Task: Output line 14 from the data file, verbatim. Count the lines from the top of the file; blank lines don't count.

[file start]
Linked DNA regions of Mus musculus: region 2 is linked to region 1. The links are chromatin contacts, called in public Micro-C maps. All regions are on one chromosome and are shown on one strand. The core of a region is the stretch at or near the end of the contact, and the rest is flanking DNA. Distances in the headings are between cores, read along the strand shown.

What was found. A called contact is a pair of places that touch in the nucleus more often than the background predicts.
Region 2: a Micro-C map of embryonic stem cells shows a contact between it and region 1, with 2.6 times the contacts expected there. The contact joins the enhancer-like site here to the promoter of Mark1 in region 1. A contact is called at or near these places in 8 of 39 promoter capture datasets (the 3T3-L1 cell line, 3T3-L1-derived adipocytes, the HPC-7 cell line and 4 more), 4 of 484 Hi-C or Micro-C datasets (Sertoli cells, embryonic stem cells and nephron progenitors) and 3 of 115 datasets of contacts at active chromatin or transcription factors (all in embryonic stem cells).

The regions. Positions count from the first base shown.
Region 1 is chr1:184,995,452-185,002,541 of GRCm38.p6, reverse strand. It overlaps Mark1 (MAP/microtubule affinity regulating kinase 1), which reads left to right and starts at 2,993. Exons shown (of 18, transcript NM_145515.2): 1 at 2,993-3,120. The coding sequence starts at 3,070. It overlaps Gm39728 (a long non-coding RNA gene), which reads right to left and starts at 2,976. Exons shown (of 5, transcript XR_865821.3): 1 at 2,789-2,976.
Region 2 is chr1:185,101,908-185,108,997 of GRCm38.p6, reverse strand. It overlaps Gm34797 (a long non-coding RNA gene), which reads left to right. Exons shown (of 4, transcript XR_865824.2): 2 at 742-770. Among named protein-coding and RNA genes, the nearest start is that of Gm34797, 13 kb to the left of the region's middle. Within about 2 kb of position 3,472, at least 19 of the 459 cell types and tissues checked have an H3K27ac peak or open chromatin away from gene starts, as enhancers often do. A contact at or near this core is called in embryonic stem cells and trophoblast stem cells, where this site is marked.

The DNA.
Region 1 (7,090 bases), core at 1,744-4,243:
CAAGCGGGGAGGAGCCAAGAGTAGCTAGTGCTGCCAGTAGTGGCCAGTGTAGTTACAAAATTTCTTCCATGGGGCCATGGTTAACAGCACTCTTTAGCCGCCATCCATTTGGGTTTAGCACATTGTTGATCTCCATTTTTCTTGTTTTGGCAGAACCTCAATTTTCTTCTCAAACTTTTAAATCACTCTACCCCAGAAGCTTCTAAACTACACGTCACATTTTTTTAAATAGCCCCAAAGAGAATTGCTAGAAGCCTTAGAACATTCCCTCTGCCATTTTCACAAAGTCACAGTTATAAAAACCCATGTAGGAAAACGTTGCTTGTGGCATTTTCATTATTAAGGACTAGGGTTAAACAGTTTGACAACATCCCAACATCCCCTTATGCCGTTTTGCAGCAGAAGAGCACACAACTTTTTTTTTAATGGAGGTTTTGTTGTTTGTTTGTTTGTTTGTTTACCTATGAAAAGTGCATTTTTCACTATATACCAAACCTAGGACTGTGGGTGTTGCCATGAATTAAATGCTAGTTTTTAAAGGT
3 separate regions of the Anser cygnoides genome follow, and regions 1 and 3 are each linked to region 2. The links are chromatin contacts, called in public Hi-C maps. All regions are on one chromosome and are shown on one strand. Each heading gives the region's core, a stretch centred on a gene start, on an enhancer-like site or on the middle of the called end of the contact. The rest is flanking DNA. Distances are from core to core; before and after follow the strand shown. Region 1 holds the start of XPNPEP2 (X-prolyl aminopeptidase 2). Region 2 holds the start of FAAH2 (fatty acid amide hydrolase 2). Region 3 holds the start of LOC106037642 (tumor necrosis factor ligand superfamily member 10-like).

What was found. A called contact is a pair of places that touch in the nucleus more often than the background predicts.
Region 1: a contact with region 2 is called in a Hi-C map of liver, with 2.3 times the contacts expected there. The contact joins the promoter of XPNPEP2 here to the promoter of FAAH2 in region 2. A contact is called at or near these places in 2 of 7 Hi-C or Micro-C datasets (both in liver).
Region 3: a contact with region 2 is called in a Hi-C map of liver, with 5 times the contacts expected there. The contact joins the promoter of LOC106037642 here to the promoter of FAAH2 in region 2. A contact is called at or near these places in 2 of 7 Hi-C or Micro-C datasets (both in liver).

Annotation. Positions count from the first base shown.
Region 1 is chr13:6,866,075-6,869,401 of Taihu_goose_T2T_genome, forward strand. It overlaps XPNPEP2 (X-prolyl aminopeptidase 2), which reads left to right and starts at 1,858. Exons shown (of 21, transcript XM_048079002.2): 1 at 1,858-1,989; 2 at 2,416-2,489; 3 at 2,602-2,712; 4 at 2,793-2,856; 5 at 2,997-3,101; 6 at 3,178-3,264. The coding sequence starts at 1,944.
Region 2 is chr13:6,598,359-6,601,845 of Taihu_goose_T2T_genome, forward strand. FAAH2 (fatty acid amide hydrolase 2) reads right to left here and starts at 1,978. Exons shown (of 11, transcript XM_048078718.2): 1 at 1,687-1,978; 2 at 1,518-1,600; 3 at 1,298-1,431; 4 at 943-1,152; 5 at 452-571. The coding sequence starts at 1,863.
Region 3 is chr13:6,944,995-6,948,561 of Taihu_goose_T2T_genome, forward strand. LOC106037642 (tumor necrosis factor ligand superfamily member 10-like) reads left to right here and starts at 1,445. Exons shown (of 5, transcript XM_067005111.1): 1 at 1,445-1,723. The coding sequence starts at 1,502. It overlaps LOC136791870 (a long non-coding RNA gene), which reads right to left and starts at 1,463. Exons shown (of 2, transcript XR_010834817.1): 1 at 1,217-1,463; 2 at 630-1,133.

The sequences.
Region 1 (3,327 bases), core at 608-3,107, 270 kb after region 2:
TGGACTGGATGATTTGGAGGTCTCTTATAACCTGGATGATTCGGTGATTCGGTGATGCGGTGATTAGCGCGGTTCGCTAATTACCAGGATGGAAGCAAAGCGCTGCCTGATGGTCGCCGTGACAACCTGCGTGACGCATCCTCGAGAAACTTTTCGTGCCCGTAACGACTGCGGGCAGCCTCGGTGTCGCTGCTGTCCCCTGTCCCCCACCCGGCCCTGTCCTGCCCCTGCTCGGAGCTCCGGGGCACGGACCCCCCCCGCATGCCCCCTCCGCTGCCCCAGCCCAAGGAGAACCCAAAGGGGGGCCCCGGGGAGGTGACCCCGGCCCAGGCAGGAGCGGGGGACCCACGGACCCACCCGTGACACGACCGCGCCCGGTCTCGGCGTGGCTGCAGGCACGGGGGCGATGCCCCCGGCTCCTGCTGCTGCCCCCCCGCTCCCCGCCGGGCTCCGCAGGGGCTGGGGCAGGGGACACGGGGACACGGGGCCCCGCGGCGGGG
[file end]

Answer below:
Annotation. Positions count from the first base shown.